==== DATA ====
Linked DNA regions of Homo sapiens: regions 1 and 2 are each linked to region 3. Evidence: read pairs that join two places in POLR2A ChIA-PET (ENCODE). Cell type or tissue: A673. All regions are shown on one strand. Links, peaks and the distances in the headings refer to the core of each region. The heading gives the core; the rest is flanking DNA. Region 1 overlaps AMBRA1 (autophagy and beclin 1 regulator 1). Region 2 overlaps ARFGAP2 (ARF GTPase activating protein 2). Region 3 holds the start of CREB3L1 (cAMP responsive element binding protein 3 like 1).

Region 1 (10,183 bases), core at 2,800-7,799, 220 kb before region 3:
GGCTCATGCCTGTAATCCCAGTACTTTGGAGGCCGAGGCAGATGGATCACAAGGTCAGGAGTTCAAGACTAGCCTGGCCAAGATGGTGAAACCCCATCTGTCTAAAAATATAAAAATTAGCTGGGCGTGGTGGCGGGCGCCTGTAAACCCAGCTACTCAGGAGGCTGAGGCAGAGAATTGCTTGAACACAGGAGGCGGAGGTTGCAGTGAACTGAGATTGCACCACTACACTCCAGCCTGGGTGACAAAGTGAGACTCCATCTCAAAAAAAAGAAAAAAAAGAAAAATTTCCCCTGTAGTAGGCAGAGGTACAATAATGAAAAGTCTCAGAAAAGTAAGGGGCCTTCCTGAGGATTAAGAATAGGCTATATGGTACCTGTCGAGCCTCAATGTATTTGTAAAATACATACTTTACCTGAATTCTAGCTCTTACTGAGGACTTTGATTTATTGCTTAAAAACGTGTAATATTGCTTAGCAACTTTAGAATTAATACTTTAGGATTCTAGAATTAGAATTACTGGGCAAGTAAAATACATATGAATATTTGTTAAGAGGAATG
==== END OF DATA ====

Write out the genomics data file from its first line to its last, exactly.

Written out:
Linked DNA regions of Homo sapiens: regions 1 and 2 are each linked to region 3. Evidence: read pairs that join two places in POLR2A ChIA-PET (ENCODE). Cell type or tissue: A673. All regions are shown on one strand. Links, peaks and the distances in the headings refer to the core of each region. The heading gives the core; the rest is flanking DNA. Region 1 overlaps AMBRA1 (autophagy and beclin 1 regulator 1). Region 2 overlaps ARFGAP2 (ARF GTPase activating protein 2). Region 3 holds the start of CREB3L1 (cAMP responsive element binding protein 3 like 1).

Region 1 (10,183 bases), core at 2,800-7,799, 220 kb before region 3:
GGCTCATGCCTGTAATCCCAGTACTTTGGAGGCCGAGGCAGATGGATCACAAGGTCAGGAGTTCAAGACTAGCCTGGCCAAGATGGTGAAACCCCATCTGTCTAAAAATATAAAAATTAGCTGGGCGTGGTGGCGGGCGCCTGTAAACCCAGCTACTCAGGAGGCTGAGGCAGAGAATTGCTTGAACACAGGAGGCGGAGGTTGCAGTGAACTGAGATTGCACCACTACACTCCAGCCTGGGTGACAAAGTGAGACTCCATCTCAAAAAAAAGAAAAAAAAGAAAAATTTCCCCTGTAGTAGGCAGAGGTACAATAATGAAAAGTCTCAGAAAAGTAAGGGGCCTTCCTGAGGATTAAGAATAGGCTATATGGTACCTGTCGAGCCTCAATGTATTTGTAAAATACATACTTTACCTGAATTCTAGCTCTTACTGAGGACTTTGATTTATTGCTTAAAAACGTGTAATATTGCTTAGCAACTTTAGAATTAATACTTTAGGATTCTAGAATTAGAATTACTGGGCAAGTAAAATACATATGAATATTTGTTAAGAGGAATG